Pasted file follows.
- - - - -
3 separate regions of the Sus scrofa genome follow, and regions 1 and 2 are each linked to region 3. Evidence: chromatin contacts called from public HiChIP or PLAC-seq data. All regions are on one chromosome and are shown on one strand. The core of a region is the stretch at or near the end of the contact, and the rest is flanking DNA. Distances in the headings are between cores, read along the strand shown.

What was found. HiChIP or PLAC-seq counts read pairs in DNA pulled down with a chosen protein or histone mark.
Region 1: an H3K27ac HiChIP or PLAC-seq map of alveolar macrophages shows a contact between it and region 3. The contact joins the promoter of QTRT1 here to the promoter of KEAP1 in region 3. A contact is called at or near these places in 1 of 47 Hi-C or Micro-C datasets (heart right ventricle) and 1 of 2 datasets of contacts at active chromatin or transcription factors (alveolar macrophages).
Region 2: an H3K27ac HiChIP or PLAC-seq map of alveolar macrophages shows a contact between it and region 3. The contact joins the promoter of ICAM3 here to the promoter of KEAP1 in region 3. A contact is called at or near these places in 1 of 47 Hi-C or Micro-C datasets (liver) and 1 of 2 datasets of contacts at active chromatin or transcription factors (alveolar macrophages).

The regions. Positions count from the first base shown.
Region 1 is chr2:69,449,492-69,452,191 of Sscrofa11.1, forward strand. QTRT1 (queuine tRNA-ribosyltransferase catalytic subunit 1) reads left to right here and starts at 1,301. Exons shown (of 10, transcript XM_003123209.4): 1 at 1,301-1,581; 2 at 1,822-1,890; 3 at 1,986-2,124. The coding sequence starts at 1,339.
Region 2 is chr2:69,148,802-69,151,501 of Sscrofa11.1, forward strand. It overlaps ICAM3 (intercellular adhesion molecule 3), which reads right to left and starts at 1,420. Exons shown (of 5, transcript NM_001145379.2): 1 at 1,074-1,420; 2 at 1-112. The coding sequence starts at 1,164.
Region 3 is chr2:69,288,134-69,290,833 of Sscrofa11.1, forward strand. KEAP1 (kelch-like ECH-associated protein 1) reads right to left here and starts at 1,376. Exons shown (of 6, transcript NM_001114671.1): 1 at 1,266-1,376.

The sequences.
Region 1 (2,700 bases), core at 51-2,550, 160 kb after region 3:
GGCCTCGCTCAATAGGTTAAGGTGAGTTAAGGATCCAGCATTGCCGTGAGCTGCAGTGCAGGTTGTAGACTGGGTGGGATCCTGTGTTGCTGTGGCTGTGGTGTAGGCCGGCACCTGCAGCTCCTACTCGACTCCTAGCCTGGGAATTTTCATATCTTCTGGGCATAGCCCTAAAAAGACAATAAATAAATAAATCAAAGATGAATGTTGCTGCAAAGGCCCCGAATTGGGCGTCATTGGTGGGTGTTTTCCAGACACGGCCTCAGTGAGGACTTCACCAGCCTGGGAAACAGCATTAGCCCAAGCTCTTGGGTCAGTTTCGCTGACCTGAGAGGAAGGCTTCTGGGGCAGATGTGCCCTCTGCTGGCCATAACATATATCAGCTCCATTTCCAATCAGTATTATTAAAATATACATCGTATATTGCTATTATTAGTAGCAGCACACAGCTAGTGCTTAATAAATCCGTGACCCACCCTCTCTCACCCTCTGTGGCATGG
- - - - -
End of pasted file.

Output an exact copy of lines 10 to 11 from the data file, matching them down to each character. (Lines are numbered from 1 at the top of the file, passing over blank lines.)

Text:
Region 1 (2,700 bases), core at 51-2,550, 160 kb after region 3:
GGCCTCGCTCAATAGGTTAAGGTGAGTTAAGGATCCAGCATTGCCGTGAGCTGCAGTGCAGGTTGTAGACTGGGTGGGATCCTGTGTTGCTGTGGCTGTGGTGTAGGCCGGCACCTGCAGCTCCTACTCGACTCCTAGCCTGGGAATTTTCATATCTTCTGGGCATAGCCCTAAAAAGACAATAAATAAATAAATCAAAGATGAATGTTGCTGCAAAGGCCCCGAATTGGGCGTCATTGGTGGGTGTTTTCCAGACACGGCCTCAGTGAGGACTTCACCAGCCTGGGAAACAGCATTAGCCCAAGCTCTTGGGTCAGTTTCGCTGACCTGAGAGGAAGGCTTCTGGGGCAGATGTGCCCTCTGCTGGCCATAACATATATCAGCTCCATTTCCAATCAGTATTATTAAAATATACATCGTATATTGCTATTATTAGTAGCAGCACACAGCTAGTGCTTAATAAATCCGTGACCCACCCTCTCTCACCCTCTGTGGCATGG